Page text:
It is remarkably simple to think of an efficient operation as one that runs in a straight line. Getting from point A to point B is rather “straight forward” they say.1

The challenge is to step back far enough from the daily nuances to be able to see the path we propose. With a clear view, we can see if it is relatively straight or if it is “remarkable” (in its curviness).

In order to travel the path of “straightness”, we need to understand each step we must take along the path. This allows us to understand which steps are then deemed as “extra steps” and are wasted energy without value. Knowing which steps we do not need helps us sharpen the focus on those we do need.
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The “extra steps” that do not need to be taken – do not need to be taken.

They are simply wasted energy.

In Reliability circles, the Path between point A and Point B is the path between the RCM study and the fully prepared CMMS system that has delivered a new work instruction document to the technician. Arguably they contain more than just a few simple steps as I have illustrated.

This has added complexity when you are confronted with so many new technical jargons like maintenance items, schedule suppression, document information records, PRT, task lists, secondary tasks, and the like. The hidden purpose of these terms might seem like it is to simply confuse the issue, so set them aside for now, and just focus on getting from point A to point B.

The action of integrating a process for efficient action invokes a myriad of words that include “combination, amalgamation, unification, merging, fusing, meshing and blending”. The use of a consistent tool, like the Reliability Integration Tool (RIT), allows you to navigate this jargon with a simple process and traverse from point A to Point B easily.

When we integrate RCM with a leading CMMS like SAP or MAXIMO® we are faced with many additional choices. These additional choices arise because the flexibility in modern CMMS systems has evolved to service a broader spectrum of the market. The market has pushed the CMMS designer, to allow for their CMMS to fit a great many organisations easily. This means the CMMS can probably do anything, but in doing so the CMMS can also do several things you probably don’t need.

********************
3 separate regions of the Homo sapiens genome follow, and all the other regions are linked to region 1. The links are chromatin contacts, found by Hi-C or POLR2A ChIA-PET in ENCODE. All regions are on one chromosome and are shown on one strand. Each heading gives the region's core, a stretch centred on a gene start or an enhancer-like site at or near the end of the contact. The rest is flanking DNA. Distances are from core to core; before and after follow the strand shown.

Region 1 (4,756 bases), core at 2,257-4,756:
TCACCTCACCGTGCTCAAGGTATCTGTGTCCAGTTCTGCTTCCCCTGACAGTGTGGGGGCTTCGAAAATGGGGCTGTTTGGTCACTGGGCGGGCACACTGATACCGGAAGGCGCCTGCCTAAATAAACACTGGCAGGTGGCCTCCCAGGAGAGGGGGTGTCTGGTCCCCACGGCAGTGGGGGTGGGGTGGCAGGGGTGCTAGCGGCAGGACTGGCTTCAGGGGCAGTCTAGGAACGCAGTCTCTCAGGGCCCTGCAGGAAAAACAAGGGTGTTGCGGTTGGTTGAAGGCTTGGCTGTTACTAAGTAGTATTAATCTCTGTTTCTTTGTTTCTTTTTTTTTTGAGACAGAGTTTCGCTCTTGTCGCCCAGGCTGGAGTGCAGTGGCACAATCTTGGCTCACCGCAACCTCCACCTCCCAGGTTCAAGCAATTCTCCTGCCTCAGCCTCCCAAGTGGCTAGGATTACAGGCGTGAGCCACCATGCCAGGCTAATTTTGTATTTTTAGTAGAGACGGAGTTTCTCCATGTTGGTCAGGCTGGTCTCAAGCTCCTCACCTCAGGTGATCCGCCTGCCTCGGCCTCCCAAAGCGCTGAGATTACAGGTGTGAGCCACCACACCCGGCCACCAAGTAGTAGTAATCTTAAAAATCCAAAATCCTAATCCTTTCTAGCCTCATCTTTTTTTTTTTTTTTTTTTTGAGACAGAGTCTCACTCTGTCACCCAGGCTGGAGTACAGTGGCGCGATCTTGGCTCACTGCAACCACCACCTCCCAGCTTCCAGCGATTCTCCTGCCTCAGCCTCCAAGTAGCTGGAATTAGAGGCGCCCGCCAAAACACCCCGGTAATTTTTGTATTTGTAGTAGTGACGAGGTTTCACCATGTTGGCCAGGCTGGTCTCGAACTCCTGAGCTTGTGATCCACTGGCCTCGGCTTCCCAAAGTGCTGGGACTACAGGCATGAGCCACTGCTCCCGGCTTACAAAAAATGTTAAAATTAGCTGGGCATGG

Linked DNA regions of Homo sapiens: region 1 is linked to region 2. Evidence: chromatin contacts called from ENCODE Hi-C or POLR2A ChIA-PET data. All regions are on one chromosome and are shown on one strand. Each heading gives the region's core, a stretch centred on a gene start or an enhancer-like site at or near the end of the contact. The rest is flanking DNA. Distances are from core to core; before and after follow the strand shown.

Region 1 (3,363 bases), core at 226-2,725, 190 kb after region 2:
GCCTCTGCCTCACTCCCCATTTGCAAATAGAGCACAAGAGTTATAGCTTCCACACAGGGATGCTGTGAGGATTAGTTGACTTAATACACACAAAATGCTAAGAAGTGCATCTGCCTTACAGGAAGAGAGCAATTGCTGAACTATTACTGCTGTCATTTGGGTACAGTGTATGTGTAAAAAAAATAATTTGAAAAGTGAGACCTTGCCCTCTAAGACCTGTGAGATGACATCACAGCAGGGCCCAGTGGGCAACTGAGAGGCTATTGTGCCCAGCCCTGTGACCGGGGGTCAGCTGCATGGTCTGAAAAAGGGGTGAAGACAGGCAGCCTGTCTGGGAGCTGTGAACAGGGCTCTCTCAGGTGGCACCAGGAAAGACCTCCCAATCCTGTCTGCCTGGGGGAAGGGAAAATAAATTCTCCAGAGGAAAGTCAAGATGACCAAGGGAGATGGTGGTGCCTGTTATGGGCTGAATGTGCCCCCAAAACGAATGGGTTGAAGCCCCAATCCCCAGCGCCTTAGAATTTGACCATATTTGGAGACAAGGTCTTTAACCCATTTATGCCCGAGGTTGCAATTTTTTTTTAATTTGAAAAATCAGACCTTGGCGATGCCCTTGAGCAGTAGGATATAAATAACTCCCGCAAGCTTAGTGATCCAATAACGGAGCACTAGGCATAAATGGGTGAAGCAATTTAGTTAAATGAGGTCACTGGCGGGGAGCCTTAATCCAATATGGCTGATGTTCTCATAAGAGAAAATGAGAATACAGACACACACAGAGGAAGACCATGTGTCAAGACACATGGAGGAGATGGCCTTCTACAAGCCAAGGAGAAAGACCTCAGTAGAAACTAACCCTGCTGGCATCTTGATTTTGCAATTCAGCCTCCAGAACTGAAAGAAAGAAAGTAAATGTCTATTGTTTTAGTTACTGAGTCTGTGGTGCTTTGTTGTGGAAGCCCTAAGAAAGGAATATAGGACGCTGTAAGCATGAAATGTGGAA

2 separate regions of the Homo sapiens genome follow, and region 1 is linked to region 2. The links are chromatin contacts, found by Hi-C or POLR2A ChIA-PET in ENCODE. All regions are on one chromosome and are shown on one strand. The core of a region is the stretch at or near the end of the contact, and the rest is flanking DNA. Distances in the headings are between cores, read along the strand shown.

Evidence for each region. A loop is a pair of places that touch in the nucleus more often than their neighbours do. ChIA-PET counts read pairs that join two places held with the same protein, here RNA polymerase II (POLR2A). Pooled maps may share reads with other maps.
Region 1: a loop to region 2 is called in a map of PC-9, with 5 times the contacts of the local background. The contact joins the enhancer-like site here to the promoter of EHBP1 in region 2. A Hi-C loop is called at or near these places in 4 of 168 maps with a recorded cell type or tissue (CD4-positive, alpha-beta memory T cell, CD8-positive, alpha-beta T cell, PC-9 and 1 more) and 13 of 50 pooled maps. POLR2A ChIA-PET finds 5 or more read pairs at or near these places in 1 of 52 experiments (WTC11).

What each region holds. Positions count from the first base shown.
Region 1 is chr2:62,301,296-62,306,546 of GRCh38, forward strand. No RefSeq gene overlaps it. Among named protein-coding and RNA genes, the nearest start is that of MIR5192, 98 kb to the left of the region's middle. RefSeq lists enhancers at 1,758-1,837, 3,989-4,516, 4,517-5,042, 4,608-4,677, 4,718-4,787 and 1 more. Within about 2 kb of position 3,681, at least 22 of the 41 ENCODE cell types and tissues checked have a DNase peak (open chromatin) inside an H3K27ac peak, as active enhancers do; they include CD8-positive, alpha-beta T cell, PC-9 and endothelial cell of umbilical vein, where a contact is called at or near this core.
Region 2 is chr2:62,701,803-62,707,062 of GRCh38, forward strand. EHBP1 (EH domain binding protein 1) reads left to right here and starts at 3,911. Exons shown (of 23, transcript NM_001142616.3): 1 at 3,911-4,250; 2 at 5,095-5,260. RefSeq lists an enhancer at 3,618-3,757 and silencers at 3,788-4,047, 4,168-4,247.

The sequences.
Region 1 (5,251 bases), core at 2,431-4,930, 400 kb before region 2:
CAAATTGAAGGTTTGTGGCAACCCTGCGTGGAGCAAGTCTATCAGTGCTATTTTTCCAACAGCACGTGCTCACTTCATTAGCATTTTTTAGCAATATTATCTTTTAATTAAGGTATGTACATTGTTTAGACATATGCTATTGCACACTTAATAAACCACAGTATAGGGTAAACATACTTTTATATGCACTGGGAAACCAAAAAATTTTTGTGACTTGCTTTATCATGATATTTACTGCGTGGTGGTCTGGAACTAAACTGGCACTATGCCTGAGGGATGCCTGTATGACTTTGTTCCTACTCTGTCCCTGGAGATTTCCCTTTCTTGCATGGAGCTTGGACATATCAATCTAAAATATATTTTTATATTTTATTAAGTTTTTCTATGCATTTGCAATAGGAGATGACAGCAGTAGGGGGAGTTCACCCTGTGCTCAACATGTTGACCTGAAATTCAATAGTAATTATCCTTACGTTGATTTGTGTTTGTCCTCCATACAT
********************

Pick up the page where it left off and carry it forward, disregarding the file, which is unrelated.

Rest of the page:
Knowing which CMMS features you need now is perhaps the most important “current issue” you will have to solve.

Key in this choice is to not install what I call a “Glass Ceiling”. A glass ceiling is an artificial barrier which limits your organisation growth, because you have configured your CMMS to accidently retard future growth. This can be avoided if you know which CMMS features you will “need in the next three years” before you lock down how your CMMS should operate today.

Today, your goal is still to get from point A to point B. Deliver into the hands of the waiting technician a fully featured professional work instruction when it is required, using the data from your RCM study.

To illustrate the point a little more clearly, let us consider we own a new large piece of equipment.

To ensure the equipment provides many years of trouble free operation, you will apply the RCM method to generate the “content” needed to prepare your initial maintenance strategy.

We can call this Point A!

It is with the application of this initial strategy and some improvement activities, you intend to operate the new asset, following the straightforward, prudent application of maintenance when it is needed, not before or later than needed. This is all considered best practice stuff – well done!

Now – let’s define Point B as the Preventative Work Instruction you will print from a CMMS work order and hand to your technician. This document is very important because it will serve as the transfer vehicle for all of your hard work. Recall you started with RCM preparing the maintenance strategy and have transitioned to the work instruction content that the technician can execute.

The challenge is of course getting the CMMS to print this document, on time, not early, and complete in the format needed by the technician.

This is not as easy as it sounds.

Understanding the underlying RCM Analysis database tables alone is complex. Aligning the RCM tables to the CMMS database tables is complex integration work that forces the data into load sheets for each CMMS table. This typically is a format that few understand well.